I’m happy to have Lynne Silver here today, and not only because she loves M&M’s but because of her book, Heated Match. She also writing about controversial books.
Take it away, Lynne!
I wrote a controversial book. I didn’t mean to, I swear. As someone who shies from conflict as much as possible, it’s odd I would tackle a controversial subject. But the story was caught in my brain and wouldn’t let go.
So here’s the issue: I’ve built a world where the main heroes are genetically enhanced. And I don’t mean like X-men or freaky enhancements that we know are never possible. No, my enhanced soldiers are entirely in the realm of possibility. In our lifetimes!
I got the idea for the book from a newspaper article talking about designer babies. Science isn’t so far away from having the means for prospective parents to pick the genetic traits for their new baby. Eye color, hair color, height, you name it. We can also imagine the possibility of better cognitive processing and more lung capacity to allow for faster running. The soldiers in my book have enhanced lung capacity, greater strength and eidetic/photographic memories.
Fun stuff, right. Though it’s easy to say that genetics shouldn’t be used for anything so frivolous as eye color.
But where it gets harder is when it comes to disease. There are a ton of genetic diseases such as Sickle cell anemia, tay sachs, cystic fibrosis that could be wiped out thanks to genetic manipulation during the fertility process.
Fabulous. No parent would ever have to watch their child suffer. But what about the gray area, like genetic defects, or non life-threatening diseases? Are we as a society willing to say these children don’t have value? I’m not.
But as a parent, if I could omit any second of physical pain in my child’s life, I’d do it. What do you think? Not an easy question, right?
By Lynne Silver
A lead byline and a cover story were what journalist Loren Stanton wanted most. Until she meets genetically enhanced soldier, Adam Blacker. Team leader of a top-secret covert ops group, Adam never wanted to search for his genetic match, but whenever he gets close to Loren, things turn hot quickly, making him forget every reason he had for retaining his bachelor status.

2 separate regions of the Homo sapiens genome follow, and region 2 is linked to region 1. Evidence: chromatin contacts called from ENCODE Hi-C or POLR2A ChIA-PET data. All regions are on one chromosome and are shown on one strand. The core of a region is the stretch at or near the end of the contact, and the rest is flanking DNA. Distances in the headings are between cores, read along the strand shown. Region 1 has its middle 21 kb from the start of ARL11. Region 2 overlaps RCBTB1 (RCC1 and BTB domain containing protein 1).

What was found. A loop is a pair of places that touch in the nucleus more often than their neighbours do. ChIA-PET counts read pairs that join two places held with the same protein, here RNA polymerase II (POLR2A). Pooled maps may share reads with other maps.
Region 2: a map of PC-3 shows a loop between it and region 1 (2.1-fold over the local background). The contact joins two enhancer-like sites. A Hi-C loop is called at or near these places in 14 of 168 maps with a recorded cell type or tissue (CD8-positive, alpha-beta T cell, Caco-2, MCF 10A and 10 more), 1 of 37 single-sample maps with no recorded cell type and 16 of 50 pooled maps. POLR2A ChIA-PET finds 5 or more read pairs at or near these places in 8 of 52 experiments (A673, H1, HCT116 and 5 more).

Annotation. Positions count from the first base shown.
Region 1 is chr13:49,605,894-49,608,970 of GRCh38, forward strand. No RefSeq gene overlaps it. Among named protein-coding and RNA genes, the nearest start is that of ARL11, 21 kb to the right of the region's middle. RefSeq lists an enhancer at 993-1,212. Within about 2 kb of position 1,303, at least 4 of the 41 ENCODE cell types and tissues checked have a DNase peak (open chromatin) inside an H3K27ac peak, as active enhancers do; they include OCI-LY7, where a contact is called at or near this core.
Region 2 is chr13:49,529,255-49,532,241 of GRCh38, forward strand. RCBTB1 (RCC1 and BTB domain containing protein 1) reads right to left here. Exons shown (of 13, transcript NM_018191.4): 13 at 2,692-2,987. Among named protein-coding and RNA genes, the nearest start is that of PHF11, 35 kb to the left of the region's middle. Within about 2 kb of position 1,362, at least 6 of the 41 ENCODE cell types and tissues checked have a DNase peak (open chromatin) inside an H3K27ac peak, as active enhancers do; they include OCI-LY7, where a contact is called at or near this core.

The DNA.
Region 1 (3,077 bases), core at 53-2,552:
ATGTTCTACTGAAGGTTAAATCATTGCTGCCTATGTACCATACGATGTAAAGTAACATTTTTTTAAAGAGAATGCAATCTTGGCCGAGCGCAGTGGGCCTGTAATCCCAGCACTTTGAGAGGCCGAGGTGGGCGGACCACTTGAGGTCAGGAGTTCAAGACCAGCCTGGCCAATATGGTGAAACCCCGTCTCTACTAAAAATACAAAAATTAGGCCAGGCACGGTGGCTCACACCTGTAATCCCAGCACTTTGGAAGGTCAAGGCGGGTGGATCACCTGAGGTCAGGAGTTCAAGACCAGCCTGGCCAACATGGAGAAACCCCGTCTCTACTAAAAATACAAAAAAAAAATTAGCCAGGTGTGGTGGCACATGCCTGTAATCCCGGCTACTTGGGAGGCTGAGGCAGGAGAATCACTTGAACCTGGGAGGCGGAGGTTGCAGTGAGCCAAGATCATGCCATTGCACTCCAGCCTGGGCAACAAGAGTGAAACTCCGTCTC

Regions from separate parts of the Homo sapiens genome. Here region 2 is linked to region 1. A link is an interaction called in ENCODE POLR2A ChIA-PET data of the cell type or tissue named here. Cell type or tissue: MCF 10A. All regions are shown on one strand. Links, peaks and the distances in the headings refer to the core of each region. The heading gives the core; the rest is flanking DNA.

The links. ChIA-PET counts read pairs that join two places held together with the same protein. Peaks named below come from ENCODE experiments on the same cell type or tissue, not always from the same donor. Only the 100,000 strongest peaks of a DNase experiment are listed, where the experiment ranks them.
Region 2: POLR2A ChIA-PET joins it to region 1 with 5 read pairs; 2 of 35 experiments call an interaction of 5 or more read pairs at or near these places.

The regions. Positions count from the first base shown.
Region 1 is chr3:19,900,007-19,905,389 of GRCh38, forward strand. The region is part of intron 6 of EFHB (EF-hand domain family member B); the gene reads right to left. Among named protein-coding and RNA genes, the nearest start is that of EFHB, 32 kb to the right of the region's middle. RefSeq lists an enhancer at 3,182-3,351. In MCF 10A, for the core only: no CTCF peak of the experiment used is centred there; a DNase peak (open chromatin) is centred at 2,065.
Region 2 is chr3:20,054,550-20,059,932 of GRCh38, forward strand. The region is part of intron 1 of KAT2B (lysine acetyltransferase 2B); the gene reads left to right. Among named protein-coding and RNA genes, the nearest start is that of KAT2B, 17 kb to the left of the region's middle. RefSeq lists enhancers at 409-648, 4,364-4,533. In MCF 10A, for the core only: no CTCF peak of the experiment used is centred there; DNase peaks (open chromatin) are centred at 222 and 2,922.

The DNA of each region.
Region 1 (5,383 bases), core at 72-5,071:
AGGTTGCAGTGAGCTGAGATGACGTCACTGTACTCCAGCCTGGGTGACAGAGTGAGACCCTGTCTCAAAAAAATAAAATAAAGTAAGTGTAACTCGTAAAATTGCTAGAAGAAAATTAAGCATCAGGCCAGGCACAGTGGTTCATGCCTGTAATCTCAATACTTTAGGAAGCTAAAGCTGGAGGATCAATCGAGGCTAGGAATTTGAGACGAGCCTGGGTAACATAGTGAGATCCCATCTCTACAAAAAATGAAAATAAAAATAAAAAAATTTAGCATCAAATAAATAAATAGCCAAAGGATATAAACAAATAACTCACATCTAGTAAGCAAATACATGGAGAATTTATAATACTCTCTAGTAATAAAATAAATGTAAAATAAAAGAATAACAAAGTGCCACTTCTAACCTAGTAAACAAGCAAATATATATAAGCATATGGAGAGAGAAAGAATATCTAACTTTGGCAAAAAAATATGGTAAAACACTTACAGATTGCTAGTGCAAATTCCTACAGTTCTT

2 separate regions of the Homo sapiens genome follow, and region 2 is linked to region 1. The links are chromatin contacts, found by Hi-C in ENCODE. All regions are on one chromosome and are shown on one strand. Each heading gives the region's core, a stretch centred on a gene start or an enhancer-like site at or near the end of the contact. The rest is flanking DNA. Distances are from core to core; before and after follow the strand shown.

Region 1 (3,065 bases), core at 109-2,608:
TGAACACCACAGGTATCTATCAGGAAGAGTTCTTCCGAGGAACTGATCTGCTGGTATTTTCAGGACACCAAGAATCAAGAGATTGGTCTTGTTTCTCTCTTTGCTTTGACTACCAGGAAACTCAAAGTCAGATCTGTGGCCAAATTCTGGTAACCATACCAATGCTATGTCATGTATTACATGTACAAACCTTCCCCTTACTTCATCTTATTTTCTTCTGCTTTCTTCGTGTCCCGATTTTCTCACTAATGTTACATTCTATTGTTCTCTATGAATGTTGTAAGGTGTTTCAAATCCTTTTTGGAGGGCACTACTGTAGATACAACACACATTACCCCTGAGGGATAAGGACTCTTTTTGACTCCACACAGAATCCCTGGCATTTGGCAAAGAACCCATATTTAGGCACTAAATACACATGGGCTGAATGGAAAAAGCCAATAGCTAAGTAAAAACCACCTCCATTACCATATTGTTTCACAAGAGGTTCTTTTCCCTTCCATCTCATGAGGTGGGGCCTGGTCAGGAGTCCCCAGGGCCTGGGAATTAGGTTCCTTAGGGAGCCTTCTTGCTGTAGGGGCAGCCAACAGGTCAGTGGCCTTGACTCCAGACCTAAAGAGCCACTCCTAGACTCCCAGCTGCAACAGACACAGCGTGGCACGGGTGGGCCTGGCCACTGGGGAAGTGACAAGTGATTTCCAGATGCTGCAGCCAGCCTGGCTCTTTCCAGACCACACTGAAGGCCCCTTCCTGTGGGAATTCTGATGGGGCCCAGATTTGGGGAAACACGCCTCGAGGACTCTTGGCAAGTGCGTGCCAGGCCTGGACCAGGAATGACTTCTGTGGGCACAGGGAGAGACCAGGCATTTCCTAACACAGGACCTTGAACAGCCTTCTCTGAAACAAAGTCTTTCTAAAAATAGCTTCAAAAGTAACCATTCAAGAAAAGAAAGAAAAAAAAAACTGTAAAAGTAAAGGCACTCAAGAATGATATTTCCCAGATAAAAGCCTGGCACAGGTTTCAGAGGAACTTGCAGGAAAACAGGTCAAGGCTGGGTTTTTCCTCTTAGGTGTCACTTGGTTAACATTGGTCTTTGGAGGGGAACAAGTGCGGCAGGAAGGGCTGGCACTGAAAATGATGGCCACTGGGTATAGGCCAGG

After a scorching night together, neither is in any doubt they are connected at the DNA-deep level, although both fear the high stakes of what it means to be together. Loren gives Adam two weeks to prove he is bred for more than war. He must show he is coded for love.
Slowly he turned back to face her and her stomach clenched with a thrill of fear and desire. Last night’s civilized dancer in a tuxedo was completely gone. In his place stood a snarling, angry, completely aroused soldier.
She used the balls of her feet to scoot farther against the wall and measured the distance between her current location and the bathroom door. Her calculations proved unnecessary.
With an untranslatable growl, Adam flung himself into the bathroom, slamming the door behind him.
She waited a minute then tapped on the door. “Um, Adam? Are you okay?”
“The damn door doesn’t lock. Back. Away.”
Alrighty then. With him behind a closed door, the aching in her lower belly subsided a degree. “Adam, will you tell me what’s going on?” She bit her lip and fondled a stiff nipple through her blouse before registering where her hands were. Adam needed to answer her questions, like right now, because she had no idea why she was locked in this small conference room with an angry, sexy man. “Adam, please.”
“You work for a newspaper. Don’t you read it?”
“Well, sure, but that doesn’t explain why we’re locked in here together.”
“Think, Loren. What did the articles say about how the Program gains new members?”
She racked her brain trying to remember. “Um, through birthing a new generation, right? But…”
The door opened a crack and she could see his anguished expression peeking through.
“Use your brain. Do I have to explain the birds and the bees? You’re no virgin, are you?”
“I know how babies are made, Adam,” she said. “But the article said you only breed with women who are your perfect genetic match…oh…” Shep’s words came back in a flash. “They think I’m your genetic match?”
He gave a curt nod and started to close the door again. She shoved her foot in to stop him. “How did they figure that out so quickly?”
“The cheek swab at the entry. I’m such an idiot. I should’ve guessed last night.”
About the Author:
Award-winning author Lynne Silver lives the life of a suburban soccer mom, volunteering with the PTA, doing laundry and working. By night she enters the sensuous world of alpha males and passionate heroines. She lives in an old fixer-upper with her husband and their two sons. When not writing romance, she reads it. Lots of it. Over and over and over again, preferably with a bag of M&Ms in hand.